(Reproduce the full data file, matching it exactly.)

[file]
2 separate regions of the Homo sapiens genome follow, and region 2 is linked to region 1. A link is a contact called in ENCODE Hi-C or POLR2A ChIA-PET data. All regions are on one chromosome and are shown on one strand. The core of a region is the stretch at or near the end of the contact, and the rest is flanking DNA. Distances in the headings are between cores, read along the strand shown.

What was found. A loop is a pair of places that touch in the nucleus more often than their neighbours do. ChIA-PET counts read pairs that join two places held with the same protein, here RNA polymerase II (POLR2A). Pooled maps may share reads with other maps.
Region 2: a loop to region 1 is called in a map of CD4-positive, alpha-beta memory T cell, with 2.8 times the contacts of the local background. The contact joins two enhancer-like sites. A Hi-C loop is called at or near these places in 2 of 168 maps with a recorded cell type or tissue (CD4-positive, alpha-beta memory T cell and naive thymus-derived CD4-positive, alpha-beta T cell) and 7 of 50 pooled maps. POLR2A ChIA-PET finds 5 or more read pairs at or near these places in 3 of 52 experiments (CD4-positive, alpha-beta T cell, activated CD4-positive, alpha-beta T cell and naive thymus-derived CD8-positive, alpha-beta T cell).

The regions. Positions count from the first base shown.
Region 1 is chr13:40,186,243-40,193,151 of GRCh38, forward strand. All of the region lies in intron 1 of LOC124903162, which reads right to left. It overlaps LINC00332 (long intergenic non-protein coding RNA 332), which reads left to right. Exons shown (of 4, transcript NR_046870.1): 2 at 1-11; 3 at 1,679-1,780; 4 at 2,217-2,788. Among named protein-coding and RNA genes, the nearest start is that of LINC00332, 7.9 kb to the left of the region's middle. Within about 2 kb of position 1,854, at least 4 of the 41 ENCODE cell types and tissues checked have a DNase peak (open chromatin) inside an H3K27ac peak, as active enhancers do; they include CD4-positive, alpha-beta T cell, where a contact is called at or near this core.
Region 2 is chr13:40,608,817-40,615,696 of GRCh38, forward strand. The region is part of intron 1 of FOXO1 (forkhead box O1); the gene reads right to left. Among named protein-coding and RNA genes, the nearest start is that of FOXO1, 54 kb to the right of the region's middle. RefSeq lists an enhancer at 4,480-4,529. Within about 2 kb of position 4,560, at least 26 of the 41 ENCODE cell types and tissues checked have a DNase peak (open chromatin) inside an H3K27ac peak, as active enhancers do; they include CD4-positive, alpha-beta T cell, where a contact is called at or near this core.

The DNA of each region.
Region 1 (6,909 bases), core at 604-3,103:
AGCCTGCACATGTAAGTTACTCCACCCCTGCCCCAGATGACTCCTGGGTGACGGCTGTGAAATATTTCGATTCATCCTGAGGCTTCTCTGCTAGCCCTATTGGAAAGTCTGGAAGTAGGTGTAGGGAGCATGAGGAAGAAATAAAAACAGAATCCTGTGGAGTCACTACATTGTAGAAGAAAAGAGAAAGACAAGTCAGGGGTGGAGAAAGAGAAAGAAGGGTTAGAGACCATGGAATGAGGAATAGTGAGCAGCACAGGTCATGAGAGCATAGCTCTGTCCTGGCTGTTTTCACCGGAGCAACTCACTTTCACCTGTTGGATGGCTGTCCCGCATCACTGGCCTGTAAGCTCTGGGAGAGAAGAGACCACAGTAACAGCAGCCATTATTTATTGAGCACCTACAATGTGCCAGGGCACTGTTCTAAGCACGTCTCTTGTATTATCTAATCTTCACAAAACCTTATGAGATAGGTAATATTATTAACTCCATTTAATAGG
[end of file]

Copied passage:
2 separate regions of the Homo sapiens genome follow, and region 2 is linked to region 1. A link is a contact called in ENCODE Hi-C or POLR2A ChIA-PET data. All regions are on one chromosome and are shown on one strand. The core of a region is the stretch at or near the end of the contact, and the rest is flanking DNA. Distances in the headings are between cores, read along the strand shown.

What was found. A loop is a pair of places that touch in the nucleus more often than their neighbours do. ChIA-PET counts read pairs that join two places held with the same protein, here RNA polymerase II (POLR2A). Pooled maps may share reads with other maps.
Region 2: a loop to region 1 is called in a map of CD4-positive, alpha-beta memory T cell, with 2.8 times the contacts of the local background. The contact joins two enhancer-like sites. A Hi-C loop is called at or near these places in 2 of 168 maps with a recorded cell type or tissue (CD4-positive, alpha-beta memory T cell and naive thymus-derived CD4-positive, alpha-beta T cell) and 7 of 50 pooled maps. POLR2A ChIA-PET finds 5 or more read pairs at or near these places in 3 of 52 experiments (CD4-positive, alpha-beta T cell, activated CD4-positive, alpha-beta T cell and naive thymus-derived CD8-positive, alpha-beta T cell).

The regions. Positions count from the first base shown.
Region 1 is chr13:40,186,243-40,193,151 of GRCh38, forward strand. All of the region lies in intron 1 of LOC124903162, which reads right to left. It overlaps LINC00332 (long intergenic non-protein coding RNA 332), which reads left to right. Exons shown (of 4, transcript NR_046870.1): 2 at 1-11; 3 at 1,679-1,780; 4 at 2,217-2,788. Among named protein-coding and RNA genes, the nearest start is that of LINC00332, 7.9 kb to the left of the region's middle. Within about 2 kb of position 1,854, at least 4 of the 41 ENCODE cell types and tissues checked have a DNase peak (open chromatin) inside an H3K27ac peak, as active enhancers do; they include CD4-positive, alpha-beta T cell, where a contact is called at or near this core.
Region 2 is chr13:40,608,817-40,615,696 of GRCh38, forward strand. The region is part of intron 1 of FOXO1 (forkhead box O1); the gene reads right to left. Among named protein-coding and RNA genes, the nearest start is that of FOXO1, 54 kb to the right of the region's middle. RefSeq lists an enhancer at 4,480-4,529. Within about 2 kb of position 4,560, at least 26 of the 41 ENCODE cell types and tissues checked have a DNase peak (open chromatin) inside an H3K27ac peak, as active enhancers do; they include CD4-positive, alpha-beta T cell, where a contact is called at or near this core.

The DNA of each region.
Region 1 (6,909 bases), core at 604-3,103:
AGCCTGCACATGTAAGTTACTCCACCCCTGCCCCAGATGACTCCTGGGTGACGGCTGTGAAATATTTCGATTCATCCTGAGGCTTCTCTGCTAGCCCTATTGGAAAGTCTGGAAGTAGGTGTAGGGAGCATGAGGAAGAAATAAAAACAGAATCCTGTGGAGTCACTACATTGTAGAAGAAAAGAGAAAGACAAGTCAGGGGTGGAGAAAGAGAAAGAAGGGTTAGAGACCATGGAATGAGGAATAGTGAGCAGCACAGGTCATGAGAGCATAGCTCTGTCCTGGCTGTTTTCACCGGAGCAACTCACTTTCACCTGTTGGATGGCTGTCCCGCATCACTGGCCTGTAAGCTCTGGGAGAGAAGAGACCACAGTAACAGCAGCCATTATTTATTGAGCACCTACAATGTGCCAGGGCACTGTTCTAAGCACGTCTCTTGTATTATCTAATCTTCACAAAACCTTATGAGATAGGTAATATTATTAACTCCATTTAATAGG